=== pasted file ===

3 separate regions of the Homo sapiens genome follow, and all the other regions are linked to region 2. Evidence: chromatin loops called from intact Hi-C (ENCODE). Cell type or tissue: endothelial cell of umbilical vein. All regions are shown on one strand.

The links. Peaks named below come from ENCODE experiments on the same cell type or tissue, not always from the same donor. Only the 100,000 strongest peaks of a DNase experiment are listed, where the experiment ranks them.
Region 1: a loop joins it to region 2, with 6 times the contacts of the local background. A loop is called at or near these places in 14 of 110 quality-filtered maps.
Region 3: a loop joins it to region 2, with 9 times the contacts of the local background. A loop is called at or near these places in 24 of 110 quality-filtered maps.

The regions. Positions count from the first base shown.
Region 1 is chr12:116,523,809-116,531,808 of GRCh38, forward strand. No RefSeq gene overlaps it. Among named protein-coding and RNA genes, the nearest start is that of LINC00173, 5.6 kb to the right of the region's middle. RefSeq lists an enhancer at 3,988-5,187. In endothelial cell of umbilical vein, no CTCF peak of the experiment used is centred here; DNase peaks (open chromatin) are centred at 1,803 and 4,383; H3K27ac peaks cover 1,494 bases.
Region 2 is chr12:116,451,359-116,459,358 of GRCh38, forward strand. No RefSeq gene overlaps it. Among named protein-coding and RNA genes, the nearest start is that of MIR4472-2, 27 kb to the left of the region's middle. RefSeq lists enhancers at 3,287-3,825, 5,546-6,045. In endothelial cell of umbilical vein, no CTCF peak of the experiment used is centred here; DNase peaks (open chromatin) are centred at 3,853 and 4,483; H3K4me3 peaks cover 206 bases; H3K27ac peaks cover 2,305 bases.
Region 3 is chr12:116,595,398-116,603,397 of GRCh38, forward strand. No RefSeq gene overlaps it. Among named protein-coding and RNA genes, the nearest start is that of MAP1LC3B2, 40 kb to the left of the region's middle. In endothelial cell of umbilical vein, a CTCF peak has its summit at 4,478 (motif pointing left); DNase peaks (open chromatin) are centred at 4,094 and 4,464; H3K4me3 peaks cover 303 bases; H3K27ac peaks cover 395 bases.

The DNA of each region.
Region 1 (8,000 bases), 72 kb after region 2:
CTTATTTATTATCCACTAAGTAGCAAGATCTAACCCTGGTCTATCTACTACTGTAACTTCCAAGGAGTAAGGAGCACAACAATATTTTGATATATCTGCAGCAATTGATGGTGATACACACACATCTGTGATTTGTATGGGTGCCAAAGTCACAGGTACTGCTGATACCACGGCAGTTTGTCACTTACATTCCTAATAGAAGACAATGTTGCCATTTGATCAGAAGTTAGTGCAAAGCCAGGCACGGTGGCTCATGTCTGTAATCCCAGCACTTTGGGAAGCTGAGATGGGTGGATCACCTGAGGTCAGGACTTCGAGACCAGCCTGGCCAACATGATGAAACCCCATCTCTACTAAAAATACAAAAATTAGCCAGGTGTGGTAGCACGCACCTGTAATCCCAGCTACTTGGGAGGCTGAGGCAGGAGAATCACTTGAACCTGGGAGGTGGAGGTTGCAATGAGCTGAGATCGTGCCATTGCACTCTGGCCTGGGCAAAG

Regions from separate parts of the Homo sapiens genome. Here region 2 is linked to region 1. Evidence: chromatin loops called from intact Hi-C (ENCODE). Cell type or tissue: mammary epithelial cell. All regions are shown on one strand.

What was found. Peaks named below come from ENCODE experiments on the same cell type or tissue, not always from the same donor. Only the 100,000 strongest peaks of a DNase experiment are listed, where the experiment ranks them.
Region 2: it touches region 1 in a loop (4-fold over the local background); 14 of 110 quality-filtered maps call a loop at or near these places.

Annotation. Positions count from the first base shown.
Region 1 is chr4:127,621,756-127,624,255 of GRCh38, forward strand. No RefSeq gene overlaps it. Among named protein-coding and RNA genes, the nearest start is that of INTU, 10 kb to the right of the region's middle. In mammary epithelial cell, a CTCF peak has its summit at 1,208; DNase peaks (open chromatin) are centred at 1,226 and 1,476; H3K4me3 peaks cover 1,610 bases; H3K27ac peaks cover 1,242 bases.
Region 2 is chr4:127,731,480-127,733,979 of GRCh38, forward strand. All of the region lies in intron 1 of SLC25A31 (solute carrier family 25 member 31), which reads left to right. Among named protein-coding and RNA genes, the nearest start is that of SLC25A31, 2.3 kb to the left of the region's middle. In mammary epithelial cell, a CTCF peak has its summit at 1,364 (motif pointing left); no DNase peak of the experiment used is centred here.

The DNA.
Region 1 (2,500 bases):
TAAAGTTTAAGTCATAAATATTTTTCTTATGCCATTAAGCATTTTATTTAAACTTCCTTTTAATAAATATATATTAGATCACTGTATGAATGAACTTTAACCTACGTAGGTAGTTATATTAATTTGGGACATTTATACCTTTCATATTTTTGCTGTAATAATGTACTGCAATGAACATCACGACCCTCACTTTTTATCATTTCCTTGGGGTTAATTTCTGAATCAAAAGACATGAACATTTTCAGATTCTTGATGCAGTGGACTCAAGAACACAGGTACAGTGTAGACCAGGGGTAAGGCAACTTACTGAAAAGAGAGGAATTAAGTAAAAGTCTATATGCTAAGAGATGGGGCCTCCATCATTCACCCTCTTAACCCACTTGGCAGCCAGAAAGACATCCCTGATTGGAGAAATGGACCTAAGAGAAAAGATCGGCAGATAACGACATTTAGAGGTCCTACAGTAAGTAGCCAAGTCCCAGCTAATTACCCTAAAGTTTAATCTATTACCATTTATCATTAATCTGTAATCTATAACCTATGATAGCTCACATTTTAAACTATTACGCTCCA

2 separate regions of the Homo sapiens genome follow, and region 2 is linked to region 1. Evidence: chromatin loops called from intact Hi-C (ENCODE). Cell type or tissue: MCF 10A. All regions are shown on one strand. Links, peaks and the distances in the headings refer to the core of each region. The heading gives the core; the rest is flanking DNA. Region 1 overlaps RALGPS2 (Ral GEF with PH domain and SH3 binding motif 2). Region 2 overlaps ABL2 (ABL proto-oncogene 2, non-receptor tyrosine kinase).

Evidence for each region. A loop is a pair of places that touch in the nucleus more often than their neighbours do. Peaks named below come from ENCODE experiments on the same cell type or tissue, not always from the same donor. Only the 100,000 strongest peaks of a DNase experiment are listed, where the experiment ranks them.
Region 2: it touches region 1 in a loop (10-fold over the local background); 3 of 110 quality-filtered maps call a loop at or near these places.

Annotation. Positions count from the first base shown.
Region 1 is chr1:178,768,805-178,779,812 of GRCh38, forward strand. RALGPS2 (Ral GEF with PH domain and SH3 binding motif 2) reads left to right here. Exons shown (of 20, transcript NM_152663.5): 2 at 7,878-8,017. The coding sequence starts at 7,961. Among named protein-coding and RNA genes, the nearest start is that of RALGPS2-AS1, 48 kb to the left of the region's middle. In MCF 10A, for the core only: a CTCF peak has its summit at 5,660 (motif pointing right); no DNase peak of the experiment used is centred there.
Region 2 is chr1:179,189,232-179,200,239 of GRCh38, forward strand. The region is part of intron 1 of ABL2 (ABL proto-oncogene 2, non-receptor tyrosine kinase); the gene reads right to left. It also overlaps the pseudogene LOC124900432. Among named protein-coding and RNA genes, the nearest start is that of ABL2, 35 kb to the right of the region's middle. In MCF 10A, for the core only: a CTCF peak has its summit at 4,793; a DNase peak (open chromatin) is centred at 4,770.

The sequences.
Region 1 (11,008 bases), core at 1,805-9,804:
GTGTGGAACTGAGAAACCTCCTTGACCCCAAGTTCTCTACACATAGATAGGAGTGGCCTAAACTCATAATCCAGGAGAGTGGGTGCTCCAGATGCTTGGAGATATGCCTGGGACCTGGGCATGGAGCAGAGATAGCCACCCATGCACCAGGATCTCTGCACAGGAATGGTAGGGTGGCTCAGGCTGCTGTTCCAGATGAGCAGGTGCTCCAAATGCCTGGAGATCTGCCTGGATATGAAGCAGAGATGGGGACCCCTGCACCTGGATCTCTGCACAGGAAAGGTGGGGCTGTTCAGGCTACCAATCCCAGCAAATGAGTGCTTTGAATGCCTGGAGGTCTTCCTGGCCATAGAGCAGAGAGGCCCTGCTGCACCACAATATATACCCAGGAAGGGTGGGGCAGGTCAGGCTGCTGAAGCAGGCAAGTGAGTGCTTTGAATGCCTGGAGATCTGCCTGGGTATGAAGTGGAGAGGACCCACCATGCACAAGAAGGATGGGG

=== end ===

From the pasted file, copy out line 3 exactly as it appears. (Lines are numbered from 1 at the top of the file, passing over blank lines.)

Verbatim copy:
Region 1: a loop joins it to region 2, with 6 times the contacts of the local background. A loop is called at or near these places in 14 of 110 quality-filtered maps.